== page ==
Written by Phil Nutman & Daniel Farrands
Drawn by David Brewer
Published by Chaos Comics
I don’t know if this was the first comic-book based on the Halloween film franchise, but it’s the first one I’d ever seen. What’s interesting about this book is that it was published in October 2000, two years after the release of the film Halloween H20, but at first glance appears to follow the continuity of Halloween 6, which H20 had retconned out of existence. The book itself is cowritten by Daniel Farrands, the screenwriter of Halloween 6.
The storyline follows Tommy Doyle, who is working on a book about Michael Myers, who he believes to be dead. No mention is made of what has happened to Kara Strode or her son Danny. Dr. Loomis is also dead, and Tommy has arranged to get ahold of Loomis’ old journal and records of his treatment of Michael Myers, which he reads. And that’s the basic framing story of this issue, as we see through flashbacks and the story of Michael growing up in Smith’s Grove Sanitorium, as Loomis watched over him.
We flash back to 1963, when Michael was first sent to the Sanitorium as a 7 year old boy after killing his sister. Loomis already thinks the boy needs special treatment, and she would be kept away from the other young patients, but the man in charge, Dr. Carpenter (obviously named after film series co-creator John Carpenter), thinks Loomis is being alarmist and insists on putting Michael in the same section as the other boys in the facility. Over the next 7 years, we see Michael remaining non-speaking and mostly expressionless, even as he’s occasionally taunted by the other boys, who one by one start dying in mysterious accidents, that Loomis is certain that Michael is responsible for. My concerns continue to be dismissed by Dr. Carpenter.
Loomis’ only ally is a female doctor, Jennifer Hill (last name obviously in homage to film series co-creator Debra Hill). Over the years we see them develop a romance that leads to an engagement. But it all goes bad one night when Dr. Carpenter insists on throwing a costumed Halloween party for all the kids at the Sanitorium, against Dr. Loomis’ objections. And, well, let’s just say when the flashbacks ends we see that Dr. Loomis has a very good reason to hate Michael as much as he does.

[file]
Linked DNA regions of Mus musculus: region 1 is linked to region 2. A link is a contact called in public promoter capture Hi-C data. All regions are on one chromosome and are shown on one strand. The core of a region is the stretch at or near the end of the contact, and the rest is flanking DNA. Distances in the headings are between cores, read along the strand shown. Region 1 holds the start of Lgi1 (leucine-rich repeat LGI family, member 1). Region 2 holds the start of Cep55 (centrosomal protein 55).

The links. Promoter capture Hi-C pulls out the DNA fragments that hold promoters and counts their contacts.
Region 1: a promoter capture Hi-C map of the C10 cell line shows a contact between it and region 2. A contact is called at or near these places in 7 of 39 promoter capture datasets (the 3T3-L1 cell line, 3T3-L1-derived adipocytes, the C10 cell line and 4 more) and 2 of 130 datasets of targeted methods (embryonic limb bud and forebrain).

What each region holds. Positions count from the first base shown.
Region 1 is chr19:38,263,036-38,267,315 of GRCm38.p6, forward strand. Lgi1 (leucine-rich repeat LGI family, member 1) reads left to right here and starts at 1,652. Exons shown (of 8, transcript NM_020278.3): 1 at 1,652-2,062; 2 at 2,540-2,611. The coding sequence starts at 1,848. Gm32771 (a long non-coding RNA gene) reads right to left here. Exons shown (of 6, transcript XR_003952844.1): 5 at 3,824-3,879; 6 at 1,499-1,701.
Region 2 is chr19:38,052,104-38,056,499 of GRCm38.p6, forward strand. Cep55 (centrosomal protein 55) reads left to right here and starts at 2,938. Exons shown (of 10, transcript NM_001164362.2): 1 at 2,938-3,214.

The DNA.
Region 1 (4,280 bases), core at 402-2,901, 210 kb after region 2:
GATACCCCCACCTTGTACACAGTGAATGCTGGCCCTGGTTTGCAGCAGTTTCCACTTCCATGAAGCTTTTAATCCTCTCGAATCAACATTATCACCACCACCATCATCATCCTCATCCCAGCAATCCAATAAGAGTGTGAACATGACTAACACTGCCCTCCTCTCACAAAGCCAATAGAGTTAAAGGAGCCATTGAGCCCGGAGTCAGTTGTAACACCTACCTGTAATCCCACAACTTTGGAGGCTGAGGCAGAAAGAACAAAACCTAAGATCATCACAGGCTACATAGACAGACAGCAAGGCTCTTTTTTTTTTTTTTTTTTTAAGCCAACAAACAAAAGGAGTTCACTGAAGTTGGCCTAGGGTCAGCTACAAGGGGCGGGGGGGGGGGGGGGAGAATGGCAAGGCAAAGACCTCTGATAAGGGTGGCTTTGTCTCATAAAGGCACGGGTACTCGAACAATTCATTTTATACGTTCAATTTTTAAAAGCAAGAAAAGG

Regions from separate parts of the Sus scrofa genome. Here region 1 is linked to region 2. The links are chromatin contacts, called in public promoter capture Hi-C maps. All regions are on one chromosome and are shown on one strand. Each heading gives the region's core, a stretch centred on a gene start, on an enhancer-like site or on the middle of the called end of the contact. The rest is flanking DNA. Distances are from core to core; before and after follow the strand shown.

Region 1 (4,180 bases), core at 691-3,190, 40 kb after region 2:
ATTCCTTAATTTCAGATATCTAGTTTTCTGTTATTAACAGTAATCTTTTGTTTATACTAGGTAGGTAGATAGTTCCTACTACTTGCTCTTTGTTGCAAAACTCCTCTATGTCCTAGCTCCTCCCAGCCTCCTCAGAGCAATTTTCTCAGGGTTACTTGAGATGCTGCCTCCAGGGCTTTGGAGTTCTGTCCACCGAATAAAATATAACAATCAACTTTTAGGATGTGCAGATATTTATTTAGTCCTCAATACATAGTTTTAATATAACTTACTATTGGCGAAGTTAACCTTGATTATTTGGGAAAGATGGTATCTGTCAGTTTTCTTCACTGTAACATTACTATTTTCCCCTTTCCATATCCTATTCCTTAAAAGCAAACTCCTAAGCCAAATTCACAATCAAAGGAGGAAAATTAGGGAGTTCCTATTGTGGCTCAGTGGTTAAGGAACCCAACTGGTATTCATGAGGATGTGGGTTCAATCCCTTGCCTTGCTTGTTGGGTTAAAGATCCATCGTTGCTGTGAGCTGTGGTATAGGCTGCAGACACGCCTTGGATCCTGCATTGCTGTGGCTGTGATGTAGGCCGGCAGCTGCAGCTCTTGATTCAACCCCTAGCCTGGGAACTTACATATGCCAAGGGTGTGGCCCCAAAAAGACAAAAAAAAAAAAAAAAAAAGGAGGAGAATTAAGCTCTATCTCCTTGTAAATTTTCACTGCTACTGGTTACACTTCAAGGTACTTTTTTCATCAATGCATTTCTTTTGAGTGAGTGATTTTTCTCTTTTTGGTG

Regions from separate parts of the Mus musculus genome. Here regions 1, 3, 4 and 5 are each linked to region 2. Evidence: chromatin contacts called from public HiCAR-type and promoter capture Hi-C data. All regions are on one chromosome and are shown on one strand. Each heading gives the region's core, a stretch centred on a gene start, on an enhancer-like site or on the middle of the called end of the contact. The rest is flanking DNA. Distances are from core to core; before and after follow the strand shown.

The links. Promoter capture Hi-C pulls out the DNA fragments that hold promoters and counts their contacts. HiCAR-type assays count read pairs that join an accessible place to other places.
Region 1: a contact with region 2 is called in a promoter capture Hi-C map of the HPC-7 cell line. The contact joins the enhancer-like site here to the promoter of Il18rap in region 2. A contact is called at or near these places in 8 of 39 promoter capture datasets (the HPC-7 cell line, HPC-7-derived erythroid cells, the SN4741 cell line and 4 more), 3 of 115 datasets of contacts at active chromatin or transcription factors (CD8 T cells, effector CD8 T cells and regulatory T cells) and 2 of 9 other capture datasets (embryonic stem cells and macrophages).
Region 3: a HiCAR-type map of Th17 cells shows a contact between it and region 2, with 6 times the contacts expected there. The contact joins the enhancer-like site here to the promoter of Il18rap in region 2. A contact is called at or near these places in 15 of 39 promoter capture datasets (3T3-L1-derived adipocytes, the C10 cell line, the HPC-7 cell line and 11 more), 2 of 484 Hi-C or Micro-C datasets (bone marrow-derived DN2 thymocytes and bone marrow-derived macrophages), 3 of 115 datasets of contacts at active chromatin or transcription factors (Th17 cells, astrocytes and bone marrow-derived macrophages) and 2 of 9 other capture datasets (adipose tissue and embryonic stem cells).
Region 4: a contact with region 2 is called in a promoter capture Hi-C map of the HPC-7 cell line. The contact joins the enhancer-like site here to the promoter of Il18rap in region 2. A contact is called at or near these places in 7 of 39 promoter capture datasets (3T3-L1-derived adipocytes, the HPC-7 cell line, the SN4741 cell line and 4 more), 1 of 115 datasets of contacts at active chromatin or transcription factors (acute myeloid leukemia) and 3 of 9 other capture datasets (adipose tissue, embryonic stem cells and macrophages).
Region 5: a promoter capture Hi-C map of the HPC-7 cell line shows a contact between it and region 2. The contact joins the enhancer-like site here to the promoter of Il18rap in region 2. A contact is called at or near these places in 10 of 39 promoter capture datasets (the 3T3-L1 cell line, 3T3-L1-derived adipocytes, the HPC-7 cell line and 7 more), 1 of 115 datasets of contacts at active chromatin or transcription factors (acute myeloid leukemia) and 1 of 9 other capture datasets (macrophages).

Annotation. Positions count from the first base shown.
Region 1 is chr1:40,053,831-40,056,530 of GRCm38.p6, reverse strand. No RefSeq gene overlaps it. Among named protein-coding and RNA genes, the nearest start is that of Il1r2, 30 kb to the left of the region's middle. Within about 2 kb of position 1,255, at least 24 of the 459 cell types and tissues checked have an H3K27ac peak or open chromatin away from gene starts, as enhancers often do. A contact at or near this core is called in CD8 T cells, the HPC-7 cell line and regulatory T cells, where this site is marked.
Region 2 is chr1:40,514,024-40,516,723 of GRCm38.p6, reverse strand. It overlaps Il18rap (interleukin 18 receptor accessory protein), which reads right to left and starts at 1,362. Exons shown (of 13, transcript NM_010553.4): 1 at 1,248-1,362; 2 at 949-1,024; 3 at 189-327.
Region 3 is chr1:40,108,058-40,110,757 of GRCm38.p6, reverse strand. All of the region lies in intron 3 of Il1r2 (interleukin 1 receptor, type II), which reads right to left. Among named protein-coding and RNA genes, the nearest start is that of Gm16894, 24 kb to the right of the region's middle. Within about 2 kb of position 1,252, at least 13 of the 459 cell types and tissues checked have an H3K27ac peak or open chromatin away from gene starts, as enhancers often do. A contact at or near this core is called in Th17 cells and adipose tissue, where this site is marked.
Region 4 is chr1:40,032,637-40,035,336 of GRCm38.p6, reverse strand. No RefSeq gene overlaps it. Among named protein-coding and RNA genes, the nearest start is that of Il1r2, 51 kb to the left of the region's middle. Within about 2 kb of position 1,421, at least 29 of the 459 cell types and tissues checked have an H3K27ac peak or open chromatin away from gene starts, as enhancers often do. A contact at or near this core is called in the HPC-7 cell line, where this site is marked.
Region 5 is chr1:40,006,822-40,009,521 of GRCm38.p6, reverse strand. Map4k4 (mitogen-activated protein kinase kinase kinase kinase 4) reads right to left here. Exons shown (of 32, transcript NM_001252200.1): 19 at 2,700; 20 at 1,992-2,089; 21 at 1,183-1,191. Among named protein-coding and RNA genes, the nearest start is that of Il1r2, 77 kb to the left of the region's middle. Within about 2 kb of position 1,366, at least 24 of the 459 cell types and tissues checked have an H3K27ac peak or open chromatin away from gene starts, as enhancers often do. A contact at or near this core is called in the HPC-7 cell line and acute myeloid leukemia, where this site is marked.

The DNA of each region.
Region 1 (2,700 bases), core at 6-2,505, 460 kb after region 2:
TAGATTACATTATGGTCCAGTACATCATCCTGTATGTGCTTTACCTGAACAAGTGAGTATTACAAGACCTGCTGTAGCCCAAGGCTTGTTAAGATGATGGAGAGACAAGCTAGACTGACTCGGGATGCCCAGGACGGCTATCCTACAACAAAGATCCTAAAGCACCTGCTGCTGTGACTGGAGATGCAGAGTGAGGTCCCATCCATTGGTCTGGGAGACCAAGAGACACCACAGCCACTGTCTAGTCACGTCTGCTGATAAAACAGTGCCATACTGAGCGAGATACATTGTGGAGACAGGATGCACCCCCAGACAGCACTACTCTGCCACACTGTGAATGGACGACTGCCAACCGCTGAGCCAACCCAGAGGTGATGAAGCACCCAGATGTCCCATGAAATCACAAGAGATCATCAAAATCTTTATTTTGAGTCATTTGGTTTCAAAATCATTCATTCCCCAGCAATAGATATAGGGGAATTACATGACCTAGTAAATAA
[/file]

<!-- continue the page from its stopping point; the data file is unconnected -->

Meanwhile, unbeknownst to Tommy, Michael is not dead. He’s been stalking Tommy and appears in his house, attempting to kill Tommy, but Tommy fights back. Does Tommy manage to kill Michael? Oh, of course not! Like many films, the comics gives us an ending that’s both definitive but open.
I have to say that overall this was a very good comic, with a decent enough story that explores Michael Myers’ childhood but in a way that doesn’t demystify him, like I felt that Rob Zombie’s Halloween did. The extra fleshing out of Dr. Loomis is also welcomed. And it’s got nice artwork. I would definitely recommend this comic to any fan of the film franchise.
Unfortunately, the comic is currently out of print, and not available digitally (at least not legally), and copies can be quite pricey. Maybe try Ebay?
[…] by Jerry BeckPublished by Chaos ComicsIn April 2001, six months after the publication of their first Halloween comic-book, Chaos Comics published this sequel. Writer Phil Nutman returns but this time, instead of Halloween […]
[…] Halloween film franchise. What’s immediately interesting about this issue is that, as I noted in my review, the first issue of this trilogy appeared to continue the original film franchise continuity that […]